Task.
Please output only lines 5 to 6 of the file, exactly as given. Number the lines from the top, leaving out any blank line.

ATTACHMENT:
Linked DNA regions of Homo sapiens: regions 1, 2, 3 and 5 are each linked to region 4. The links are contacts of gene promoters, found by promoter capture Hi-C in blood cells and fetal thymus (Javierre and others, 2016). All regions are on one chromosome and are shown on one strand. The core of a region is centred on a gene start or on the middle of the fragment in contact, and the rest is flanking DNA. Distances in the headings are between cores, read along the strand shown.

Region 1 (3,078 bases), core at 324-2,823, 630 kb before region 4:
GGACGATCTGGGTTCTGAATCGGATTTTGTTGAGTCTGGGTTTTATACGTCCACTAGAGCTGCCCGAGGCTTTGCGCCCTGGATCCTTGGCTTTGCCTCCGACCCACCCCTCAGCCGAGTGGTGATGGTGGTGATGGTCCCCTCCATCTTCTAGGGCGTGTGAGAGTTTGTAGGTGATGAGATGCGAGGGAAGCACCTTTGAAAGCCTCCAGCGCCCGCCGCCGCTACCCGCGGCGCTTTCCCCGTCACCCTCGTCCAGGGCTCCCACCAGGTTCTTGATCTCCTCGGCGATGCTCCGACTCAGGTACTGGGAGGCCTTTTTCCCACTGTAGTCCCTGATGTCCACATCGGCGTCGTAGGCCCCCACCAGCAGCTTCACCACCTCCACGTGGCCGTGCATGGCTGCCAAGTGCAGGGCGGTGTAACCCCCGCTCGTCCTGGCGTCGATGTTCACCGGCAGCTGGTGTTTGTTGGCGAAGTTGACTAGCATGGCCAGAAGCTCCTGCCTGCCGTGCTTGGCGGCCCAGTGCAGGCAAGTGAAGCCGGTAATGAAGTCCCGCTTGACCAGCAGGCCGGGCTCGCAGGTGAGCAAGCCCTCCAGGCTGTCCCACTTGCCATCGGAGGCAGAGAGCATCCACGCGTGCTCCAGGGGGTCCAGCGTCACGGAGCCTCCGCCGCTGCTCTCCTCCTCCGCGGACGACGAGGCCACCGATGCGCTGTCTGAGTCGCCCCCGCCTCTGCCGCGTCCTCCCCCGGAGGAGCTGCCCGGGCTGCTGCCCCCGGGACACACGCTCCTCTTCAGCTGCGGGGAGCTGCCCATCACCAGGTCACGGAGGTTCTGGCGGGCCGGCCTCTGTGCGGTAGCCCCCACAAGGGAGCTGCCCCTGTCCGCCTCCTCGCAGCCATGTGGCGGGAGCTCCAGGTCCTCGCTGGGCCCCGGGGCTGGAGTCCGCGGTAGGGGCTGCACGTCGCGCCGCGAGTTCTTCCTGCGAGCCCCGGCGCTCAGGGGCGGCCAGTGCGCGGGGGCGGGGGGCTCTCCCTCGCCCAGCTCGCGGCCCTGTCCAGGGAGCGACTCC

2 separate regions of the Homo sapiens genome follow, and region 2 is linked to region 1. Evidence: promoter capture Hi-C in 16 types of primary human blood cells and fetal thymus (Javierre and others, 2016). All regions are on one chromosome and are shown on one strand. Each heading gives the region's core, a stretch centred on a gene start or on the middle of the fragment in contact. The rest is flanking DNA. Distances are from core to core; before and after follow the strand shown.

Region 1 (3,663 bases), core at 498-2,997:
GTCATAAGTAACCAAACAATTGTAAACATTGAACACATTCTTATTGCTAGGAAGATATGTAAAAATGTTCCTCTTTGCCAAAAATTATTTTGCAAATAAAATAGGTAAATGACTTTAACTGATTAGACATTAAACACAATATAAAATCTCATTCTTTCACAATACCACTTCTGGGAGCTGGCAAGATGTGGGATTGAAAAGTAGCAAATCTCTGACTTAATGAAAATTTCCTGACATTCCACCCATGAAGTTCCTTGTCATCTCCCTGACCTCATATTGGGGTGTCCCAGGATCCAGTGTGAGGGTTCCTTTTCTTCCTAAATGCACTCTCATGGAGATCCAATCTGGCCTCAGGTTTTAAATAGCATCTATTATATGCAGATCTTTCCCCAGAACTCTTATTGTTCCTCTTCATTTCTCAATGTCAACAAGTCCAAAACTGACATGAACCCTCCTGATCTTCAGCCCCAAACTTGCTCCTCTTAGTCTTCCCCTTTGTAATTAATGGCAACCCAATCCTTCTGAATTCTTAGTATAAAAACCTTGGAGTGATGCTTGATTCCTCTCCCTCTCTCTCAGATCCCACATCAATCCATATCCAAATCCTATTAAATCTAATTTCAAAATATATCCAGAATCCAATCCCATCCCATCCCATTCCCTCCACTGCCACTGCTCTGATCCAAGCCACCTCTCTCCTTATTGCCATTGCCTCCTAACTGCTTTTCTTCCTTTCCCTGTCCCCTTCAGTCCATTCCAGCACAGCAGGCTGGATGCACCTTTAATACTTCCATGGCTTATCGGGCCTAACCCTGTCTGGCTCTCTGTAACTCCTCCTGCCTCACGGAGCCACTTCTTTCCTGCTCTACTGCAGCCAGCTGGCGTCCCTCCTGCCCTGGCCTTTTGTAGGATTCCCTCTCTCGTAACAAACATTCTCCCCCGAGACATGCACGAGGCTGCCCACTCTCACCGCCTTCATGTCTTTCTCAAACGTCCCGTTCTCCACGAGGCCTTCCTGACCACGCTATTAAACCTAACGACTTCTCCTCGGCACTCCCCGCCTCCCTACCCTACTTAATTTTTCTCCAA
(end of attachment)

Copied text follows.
Region 1 (3,663 bases), core at 498-2,997:
GTCATAAGTAACCAAACAATTGTAAACATTGAACACATTCTTATTGCTAGGAAGATATGTAAAAATGTTCCTCTTTGCCAAAAATTATTTTGCAAATAAAATAGGTAAATGACTTTAACTGATTAGACATTAAACACAATATAAAATCTCATTCTTTCACAATACCACTTCTGGGAGCTGGCAAGATGTGGGATTGAAAAGTAGCAAATCTCTGACTTAATGAAAATTTCCTGACATTCCACCCATGAAGTTCCTTGTCATCTCCCTGACCTCATATTGGGGTGTCCCAGGATCCAGTGTGAGGGTTCCTTTTCTTCCTAAATGCACTCTCATGGAGATCCAATCTGGCCTCAGGTTTTAAATAGCATCTATTATATGCAGATCTTTCCCCAGAACTCTTATTGTTCCTCTTCATTTCTCAATGTCAACAAGTCCAAAACTGACATGAACCCTCCTGATCTTCAGCCCCAAACTTGCTCCTCTTAGTCTTCCCCTTTGTAATTAATGGCAACCCAATCCTTCTGAATTCTTAGTATAAAAACCTTGGAGTGATGCTTGATTCCTCTCCCTCTCTCTCAGATCCCACATCAATCCATATCCAAATCCTATTAAATCTAATTTCAAAATATATCCAGAATCCAATCCCATCCCATCCCATTCCCTCCACTGCCACTGCTCTGATCCAAGCCACCTCTCTCCTTATTGCCATTGCCTCCTAACTGCTTTTCTTCCTTTCCCTGTCCCCTTCAGTCCATTCCAGCACAGCAGGCTGGATGCACCTTTAATACTTCCATGGCTTATCGGGCCTAACCCTGTCTGGCTCTCTGTAACTCCTCCTGCCTCACGGAGCCACTTCTTTCCTGCTCTACTGCAGCCAGCTGGCGTCCCTCCTGCCCTGGCCTTTTGTAGGATTCCCTCTCTCGTAACAAACATTCTCCCCCGAGACATGCACGAGGCTGCCCACTCTCACCGCCTTCATGTCTTTCTCAAACGTCCCGTTCTCCACGAGGCCTTCCTGACCACGCTATTAAACCTAACGACTTCTCCTCGGCACTCCCCGCCTCCCTACCCTACTTAATTTTTCTCCAA